England, and therefore the United Kingdom, we are to believe, have more than enough money, which is why Scotland’s bills are paid. Only they don’t have enough money and the bills aren’t paid, which is why there are the deficit and the national debt. I can already hear the self-loathing Scots and the BritNats shrieking, with perverse delight, that an independent Scotland’s deficit and debt would be greater, so much greater in fact, that everyone who lived there would spontaneously combust. Meanwhile, it’s perfectly okay for the UK to self-immolate by way of Brexit.
Only the other day, I had a crazed zombie-slave to the cult of Windsor telling me that public spending per head of population was higher in Scotland than in England, as if I did not know this (how could I not- they never shut up about it) and as though this would somehow make me see sense, or as I prefer to say, buy me off, as it had her. When I gently suggested that this was at best a cheap trick to ensure the continued servility of a majority of Scots, the lunatic told me, without a trace of irony, that I was “barking”.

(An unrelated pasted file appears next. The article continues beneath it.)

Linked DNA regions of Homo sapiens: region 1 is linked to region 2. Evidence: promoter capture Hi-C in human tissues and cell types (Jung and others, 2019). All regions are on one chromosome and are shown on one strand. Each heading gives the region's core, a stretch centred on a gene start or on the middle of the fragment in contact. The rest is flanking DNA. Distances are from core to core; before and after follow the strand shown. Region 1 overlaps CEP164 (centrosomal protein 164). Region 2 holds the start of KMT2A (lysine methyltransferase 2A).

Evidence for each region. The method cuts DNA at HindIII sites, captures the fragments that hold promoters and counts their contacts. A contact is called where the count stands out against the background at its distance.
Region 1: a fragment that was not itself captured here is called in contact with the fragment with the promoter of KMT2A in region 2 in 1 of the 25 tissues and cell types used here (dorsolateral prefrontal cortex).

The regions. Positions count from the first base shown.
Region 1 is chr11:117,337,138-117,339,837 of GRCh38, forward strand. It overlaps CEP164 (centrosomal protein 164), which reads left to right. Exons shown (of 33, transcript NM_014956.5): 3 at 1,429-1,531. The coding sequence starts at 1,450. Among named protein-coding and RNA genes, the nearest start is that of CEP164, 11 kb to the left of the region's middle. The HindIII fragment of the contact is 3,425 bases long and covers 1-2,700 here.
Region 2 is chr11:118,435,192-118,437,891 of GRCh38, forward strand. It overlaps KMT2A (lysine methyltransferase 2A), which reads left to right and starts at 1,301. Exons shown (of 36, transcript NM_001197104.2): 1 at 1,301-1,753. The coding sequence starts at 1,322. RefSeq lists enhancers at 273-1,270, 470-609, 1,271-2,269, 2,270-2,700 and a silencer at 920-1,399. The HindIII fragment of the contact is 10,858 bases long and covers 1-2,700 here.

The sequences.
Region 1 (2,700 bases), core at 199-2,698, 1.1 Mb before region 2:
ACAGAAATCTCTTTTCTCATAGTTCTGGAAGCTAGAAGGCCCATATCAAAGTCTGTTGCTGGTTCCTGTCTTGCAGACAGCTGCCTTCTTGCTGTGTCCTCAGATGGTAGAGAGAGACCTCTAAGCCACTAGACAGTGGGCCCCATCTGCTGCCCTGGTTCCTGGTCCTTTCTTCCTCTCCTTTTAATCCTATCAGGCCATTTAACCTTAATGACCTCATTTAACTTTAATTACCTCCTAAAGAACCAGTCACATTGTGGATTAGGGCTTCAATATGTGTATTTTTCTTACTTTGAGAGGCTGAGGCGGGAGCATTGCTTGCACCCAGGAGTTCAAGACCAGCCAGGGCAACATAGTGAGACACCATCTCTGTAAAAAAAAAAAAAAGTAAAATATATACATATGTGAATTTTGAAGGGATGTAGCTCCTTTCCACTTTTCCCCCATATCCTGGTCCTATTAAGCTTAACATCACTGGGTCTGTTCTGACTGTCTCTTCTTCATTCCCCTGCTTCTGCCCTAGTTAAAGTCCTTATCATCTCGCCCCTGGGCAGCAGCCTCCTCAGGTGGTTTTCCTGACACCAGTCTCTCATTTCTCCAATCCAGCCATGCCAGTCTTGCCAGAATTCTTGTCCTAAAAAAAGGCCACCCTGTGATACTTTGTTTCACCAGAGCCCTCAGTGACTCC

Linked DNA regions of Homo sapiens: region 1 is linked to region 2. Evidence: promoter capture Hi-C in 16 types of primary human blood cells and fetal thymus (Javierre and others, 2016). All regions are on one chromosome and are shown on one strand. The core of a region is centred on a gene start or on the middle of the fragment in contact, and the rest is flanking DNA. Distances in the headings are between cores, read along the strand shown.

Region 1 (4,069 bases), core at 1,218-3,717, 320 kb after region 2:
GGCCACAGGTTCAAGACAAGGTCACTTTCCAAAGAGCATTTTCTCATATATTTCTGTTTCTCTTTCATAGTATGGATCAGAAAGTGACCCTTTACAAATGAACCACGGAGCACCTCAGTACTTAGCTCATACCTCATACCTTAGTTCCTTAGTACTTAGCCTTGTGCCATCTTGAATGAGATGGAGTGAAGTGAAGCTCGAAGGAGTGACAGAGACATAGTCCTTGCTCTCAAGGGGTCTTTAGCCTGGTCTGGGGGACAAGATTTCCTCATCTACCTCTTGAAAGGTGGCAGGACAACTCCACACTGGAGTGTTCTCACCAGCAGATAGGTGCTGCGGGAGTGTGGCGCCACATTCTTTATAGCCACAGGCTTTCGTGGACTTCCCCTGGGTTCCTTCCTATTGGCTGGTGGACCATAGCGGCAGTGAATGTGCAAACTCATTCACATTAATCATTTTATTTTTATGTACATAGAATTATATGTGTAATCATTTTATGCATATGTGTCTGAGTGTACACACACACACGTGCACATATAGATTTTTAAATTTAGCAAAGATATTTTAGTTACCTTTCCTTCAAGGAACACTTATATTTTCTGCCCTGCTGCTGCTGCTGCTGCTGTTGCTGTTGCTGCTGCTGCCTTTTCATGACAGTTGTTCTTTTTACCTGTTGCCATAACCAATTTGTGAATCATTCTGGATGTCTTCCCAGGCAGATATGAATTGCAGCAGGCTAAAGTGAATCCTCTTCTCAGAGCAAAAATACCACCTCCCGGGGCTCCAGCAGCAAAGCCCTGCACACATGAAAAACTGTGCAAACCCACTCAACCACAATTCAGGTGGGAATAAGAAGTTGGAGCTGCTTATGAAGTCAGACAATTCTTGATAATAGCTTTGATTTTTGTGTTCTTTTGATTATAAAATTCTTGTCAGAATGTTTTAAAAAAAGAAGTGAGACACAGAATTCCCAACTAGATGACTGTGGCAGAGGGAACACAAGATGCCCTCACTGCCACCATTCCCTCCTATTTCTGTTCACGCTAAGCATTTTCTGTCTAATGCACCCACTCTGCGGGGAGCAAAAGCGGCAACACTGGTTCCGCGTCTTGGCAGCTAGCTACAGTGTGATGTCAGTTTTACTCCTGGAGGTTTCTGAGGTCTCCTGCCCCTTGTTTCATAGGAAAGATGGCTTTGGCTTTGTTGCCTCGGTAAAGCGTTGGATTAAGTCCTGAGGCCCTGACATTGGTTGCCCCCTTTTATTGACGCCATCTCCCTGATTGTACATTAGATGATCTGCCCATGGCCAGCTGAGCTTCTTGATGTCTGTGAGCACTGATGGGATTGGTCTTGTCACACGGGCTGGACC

Sod self-respect, to hell with hope, let’s stick with backward Britain, a kingdom united by way of a bribe. Assuming Scotland is still a millstone around England’s neck when the UK finally makes it through the EU exit door, what happens when they realize that there’s no gold waiting for them at the end of the Brexit rainbow? Who will they blame in the absence of the EU? I’ll wager they’ll blame the “subsidy junkies” and then the Barnett formula will be on the bonfire before you can say Guy Fawkes. What then for the zombie-slave Windsor worshipers and their credit card balances?